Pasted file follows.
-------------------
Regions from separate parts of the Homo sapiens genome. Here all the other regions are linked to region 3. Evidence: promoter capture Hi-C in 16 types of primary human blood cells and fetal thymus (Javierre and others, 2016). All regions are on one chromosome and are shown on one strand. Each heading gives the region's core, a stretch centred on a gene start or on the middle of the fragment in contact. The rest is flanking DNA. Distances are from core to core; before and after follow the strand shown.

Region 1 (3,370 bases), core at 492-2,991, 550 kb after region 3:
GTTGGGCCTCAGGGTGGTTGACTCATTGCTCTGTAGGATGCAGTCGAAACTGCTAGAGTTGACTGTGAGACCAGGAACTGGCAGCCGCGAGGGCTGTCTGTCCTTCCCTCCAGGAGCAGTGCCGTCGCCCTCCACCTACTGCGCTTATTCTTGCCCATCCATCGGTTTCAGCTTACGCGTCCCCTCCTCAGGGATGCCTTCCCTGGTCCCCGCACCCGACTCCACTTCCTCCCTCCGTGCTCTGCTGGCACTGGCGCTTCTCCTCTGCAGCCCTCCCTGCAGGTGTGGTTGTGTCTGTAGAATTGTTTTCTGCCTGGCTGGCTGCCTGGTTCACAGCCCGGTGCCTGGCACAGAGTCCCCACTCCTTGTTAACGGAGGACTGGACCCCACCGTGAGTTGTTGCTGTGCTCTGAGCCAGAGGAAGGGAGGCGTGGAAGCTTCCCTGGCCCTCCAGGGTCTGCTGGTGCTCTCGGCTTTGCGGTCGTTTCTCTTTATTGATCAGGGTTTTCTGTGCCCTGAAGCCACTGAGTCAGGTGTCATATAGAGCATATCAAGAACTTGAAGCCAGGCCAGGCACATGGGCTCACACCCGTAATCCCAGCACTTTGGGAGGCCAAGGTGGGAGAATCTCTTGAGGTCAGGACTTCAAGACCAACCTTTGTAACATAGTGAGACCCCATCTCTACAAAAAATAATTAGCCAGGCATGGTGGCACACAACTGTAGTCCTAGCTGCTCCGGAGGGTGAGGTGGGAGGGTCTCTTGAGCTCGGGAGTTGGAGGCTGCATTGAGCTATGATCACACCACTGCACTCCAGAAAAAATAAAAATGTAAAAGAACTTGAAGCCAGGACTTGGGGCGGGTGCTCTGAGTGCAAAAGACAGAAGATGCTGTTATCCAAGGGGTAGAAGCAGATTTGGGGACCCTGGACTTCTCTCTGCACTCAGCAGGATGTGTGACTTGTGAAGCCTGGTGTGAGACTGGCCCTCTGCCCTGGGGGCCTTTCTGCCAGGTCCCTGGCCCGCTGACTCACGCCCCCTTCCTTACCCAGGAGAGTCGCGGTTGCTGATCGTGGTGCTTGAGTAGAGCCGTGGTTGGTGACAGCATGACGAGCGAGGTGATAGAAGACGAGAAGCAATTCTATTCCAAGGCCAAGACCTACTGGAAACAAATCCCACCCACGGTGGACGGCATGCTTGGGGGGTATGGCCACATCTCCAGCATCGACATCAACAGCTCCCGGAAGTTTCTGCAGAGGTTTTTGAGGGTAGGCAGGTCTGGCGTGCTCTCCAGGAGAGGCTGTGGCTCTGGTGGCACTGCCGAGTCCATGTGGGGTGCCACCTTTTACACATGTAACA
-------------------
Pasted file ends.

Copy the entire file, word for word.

Regions from separate parts of the Homo sapiens genome. Here all the other regions are linked to region 3. Evidence: promoter capture Hi-C in 16 types of primary human blood cells and fetal thymus (Javierre and others, 2016). All regions are on one chromosome and are shown on one strand. Each heading gives the region's core, a stretch centred on a gene start or on the middle of the fragment in contact. The rest is flanking DNA. Distances are from core to core; before and after follow the strand shown.

Region 1 (3,370 bases), core at 492-2,991, 550 kb after region 3:
GTTGGGCCTCAGGGTGGTTGACTCATTGCTCTGTAGGATGCAGTCGAAACTGCTAGAGTTGACTGTGAGACCAGGAACTGGCAGCCGCGAGGGCTGTCTGTCCTTCCCTCCAGGAGCAGTGCCGTCGCCCTCCACCTACTGCGCTTATTCTTGCCCATCCATCGGTTTCAGCTTACGCGTCCCCTCCTCAGGGATGCCTTCCCTGGTCCCCGCACCCGACTCCACTTCCTCCCTCCGTGCTCTGCTGGCACTGGCGCTTCTCCTCTGCAGCCCTCCCTGCAGGTGTGGTTGTGTCTGTAGAATTGTTTTCTGCCTGGCTGGCTGCCTGGTTCACAGCCCGGTGCCTGGCACAGAGTCCCCACTCCTTGTTAACGGAGGACTGGACCCCACCGTGAGTTGTTGCTGTGCTCTGAGCCAGAGGAAGGGAGGCGTGGAAGCTTCCCTGGCCCTCCAGGGTCTGCTGGTGCTCTCGGCTTTGCGGTCGTTTCTCTTTATTGATCAGGGTTTTCTGTGCCCTGAAGCCACTGAGTCAGGTGTCATATAGAGCATATCAAGAACTTGAAGCCAGGCCAGGCACATGGGCTCACACCCGTAATCCCAGCACTTTGGGAGGCCAAGGTGGGAGAATCTCTTGAGGTCAGGACTTCAAGACCAACCTTTGTAACATAGTGAGACCCCATCTCTACAAAAAATAATTAGCCAGGCATGGTGGCACACAACTGTAGTCCTAGCTGCTCCGGAGGGTGAGGTGGGAGGGTCTCTTGAGCTCGGGAGTTGGAGGCTGCATTGAGCTATGATCACACCACTGCACTCCAGAAAAAATAAAAATGTAAAAGAACTTGAAGCCAGGACTTGGGGCGGGTGCTCTGAGTGCAAAAGACAGAAGATGCTGTTATCCAAGGGGTAGAAGCAGATTTGGGGACCCTGGACTTCTCTCTGCACTCAGCAGGATGTGTGACTTGTGAAGCCTGGTGTGAGACTGGCCCTCTGCCCTGGGGGCCTTTCTGCCAGGTCCCTGGCCCGCTGACTCACGCCCCCTTCCTTACCCAGGAGAGTCGCGGTTGCTGATCGTGGTGCTTGAGTAGAGCCGTGGTTGGTGACAGCATGACGAGCGAGGTGATAGAAGACGAGAAGCAATTCTATTCCAAGGCCAAGACCTACTGGAAACAAATCCCACCCACGGTGGACGGCATGCTTGGGGGGTATGGCCACATCTCCAGCATCGACATCAACAGCTCCCGGAAGTTTCTGCAGAGGTTTTTGAGGGTAGGCAGGTCTGGCGTGCTCTCCAGGAGAGGCTGTGGCTCTGGTGGCACTGCCGAGTCCATGTGGGGTGCCACCTTTTACACATGTAACA